A Coromandel Peninsula farmer and conservationist who was king-hit at a community meeting because of his 1080 views says the attack has not deterred him and he will continue to use the poison.
Arthur Hinds, who is the Waikato Conservancy Board chairman, suffered a black eye and swelling to his face after he was punched in the head, apparently by an anti-1080 protester, as he arrived to speak to Tairua residents about a proposed marine reserve on Sunday.
The attack was condemned as brutal by Conservation Minister Kate Wilkinson who said the incident was not the first.
She said the anti-1080 movement on the Coromandel was growing increasingly violent.
But Mr Hinds, who was knocked to the ground, said things could have been worse.
"There's a little bit of bruising and structural damage but it certainly isn't as bad as it could have been," he said.
Mr Hinds did not know his attacker but believed he was with a group from Thames. The police are investigating.
The Whenuakite farmer said: "This guy is part of a group that has an agenda - they want to stop aerial 1080 on the peninsula and they intend to use any means they can.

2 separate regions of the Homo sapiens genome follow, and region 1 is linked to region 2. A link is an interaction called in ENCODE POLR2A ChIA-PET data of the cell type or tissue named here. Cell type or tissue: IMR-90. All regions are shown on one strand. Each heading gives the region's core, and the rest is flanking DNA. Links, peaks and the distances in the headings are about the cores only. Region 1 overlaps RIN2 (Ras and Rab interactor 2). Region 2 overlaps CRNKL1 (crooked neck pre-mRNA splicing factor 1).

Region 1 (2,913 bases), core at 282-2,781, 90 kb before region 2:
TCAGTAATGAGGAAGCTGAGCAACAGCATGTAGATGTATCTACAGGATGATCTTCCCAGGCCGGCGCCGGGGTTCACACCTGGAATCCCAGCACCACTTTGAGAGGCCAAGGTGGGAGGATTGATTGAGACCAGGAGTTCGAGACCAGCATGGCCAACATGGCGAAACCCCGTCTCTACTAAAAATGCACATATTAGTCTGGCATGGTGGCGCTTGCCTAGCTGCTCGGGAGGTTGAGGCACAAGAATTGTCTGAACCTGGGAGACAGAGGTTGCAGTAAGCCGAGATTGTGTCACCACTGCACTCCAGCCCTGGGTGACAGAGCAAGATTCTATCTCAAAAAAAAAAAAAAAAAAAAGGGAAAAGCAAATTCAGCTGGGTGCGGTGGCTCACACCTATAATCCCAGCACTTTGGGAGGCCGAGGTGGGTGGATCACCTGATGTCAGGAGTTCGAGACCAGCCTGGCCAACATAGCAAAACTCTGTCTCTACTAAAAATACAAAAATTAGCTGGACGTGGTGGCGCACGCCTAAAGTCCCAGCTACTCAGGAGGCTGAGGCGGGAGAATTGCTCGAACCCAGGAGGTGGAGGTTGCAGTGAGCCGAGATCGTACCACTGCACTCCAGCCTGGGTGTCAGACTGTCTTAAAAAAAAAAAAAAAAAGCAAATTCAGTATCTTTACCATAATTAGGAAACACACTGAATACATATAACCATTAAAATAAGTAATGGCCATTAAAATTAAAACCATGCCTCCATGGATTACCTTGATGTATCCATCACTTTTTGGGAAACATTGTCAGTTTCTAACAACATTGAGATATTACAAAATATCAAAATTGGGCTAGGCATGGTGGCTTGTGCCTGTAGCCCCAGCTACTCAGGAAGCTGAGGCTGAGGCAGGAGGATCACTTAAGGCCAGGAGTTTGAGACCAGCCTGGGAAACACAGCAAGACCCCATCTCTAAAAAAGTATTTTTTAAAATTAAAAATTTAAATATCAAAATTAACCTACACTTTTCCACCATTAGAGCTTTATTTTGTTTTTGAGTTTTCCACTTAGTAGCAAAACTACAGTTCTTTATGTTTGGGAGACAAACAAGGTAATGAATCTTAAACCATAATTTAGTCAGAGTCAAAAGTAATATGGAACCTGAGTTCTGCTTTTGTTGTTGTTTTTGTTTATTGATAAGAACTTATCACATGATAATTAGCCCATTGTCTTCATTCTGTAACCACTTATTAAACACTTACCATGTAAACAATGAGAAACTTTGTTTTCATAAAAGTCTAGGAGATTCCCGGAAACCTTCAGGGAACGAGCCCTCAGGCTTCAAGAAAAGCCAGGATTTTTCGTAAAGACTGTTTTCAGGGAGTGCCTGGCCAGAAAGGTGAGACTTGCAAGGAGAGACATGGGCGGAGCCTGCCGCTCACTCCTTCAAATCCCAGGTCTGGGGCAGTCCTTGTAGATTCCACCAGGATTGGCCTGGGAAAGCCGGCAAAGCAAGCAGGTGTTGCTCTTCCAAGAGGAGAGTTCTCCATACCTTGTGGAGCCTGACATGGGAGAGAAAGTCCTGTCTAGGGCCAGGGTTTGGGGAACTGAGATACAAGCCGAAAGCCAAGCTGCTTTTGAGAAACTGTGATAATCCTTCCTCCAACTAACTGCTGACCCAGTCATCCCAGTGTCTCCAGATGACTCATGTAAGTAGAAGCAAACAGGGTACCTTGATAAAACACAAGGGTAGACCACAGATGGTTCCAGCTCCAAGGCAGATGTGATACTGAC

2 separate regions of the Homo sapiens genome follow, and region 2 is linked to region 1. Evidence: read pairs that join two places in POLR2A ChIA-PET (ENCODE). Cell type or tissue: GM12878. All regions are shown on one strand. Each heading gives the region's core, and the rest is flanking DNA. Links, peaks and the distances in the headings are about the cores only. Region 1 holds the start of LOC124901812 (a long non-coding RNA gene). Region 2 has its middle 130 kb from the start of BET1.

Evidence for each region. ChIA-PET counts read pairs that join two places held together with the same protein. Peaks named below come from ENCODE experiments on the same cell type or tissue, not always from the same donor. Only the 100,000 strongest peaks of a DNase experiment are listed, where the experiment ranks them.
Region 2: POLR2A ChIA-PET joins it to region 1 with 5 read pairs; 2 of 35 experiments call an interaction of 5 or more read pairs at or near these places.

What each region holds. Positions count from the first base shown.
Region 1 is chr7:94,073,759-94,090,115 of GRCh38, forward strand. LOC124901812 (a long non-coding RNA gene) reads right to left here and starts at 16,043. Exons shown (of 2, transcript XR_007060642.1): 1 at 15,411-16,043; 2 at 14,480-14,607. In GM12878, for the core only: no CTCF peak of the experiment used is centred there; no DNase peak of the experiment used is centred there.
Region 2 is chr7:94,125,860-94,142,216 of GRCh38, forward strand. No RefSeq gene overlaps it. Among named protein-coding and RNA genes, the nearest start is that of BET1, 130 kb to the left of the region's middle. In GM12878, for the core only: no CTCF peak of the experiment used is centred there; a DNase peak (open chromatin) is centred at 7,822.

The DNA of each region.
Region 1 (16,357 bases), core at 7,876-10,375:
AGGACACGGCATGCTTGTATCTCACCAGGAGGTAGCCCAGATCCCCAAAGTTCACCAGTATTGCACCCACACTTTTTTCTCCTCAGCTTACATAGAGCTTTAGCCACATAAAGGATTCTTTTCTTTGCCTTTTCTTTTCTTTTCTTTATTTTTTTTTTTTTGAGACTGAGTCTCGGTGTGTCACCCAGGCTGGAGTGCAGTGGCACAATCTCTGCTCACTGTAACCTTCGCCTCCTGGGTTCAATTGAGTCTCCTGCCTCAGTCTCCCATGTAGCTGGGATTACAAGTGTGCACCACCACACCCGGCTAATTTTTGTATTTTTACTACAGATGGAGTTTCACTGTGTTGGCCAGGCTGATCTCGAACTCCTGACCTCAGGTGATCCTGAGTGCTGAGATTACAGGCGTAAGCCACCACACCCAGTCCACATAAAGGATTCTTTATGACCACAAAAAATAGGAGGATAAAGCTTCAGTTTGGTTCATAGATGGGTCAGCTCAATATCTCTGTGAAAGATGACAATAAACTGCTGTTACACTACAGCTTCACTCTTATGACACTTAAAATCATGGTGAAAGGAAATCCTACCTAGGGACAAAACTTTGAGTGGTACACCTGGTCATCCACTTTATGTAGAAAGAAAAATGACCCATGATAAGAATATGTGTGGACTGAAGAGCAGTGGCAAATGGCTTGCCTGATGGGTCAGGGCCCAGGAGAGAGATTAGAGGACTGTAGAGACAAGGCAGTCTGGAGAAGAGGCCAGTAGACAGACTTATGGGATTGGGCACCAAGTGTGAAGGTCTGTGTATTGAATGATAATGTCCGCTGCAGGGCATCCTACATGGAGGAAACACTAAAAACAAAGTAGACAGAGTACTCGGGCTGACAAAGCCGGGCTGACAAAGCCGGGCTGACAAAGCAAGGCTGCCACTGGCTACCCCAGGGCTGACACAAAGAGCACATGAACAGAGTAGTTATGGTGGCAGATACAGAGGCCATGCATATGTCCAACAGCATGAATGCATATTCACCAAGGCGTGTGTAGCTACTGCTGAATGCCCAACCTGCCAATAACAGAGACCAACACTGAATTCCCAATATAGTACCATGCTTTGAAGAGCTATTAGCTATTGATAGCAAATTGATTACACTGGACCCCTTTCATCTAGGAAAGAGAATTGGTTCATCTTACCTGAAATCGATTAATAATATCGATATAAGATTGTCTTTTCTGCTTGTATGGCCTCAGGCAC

"These protesters knew I was going to be there and as I was going into the hall one of these guys came up behind me and flattened me."
Mr Hinds conceded the use of 1080 to control possums, stoats and rats was an emotive subject but he believed his detractors' arguments were based on "ignorance, emotion and self interest".
"I have 100ha of bush that has been approved for a Kiwi 2 covenant which means the land can't ever be cleared. So we are protecting it in perpetuity.
"I don't like any toxins but aerial 1080 has worked very well in taking the rats out," he said.
Supporters say 1080 can eradicate pests and help stop the spread of bovine tuberculosis.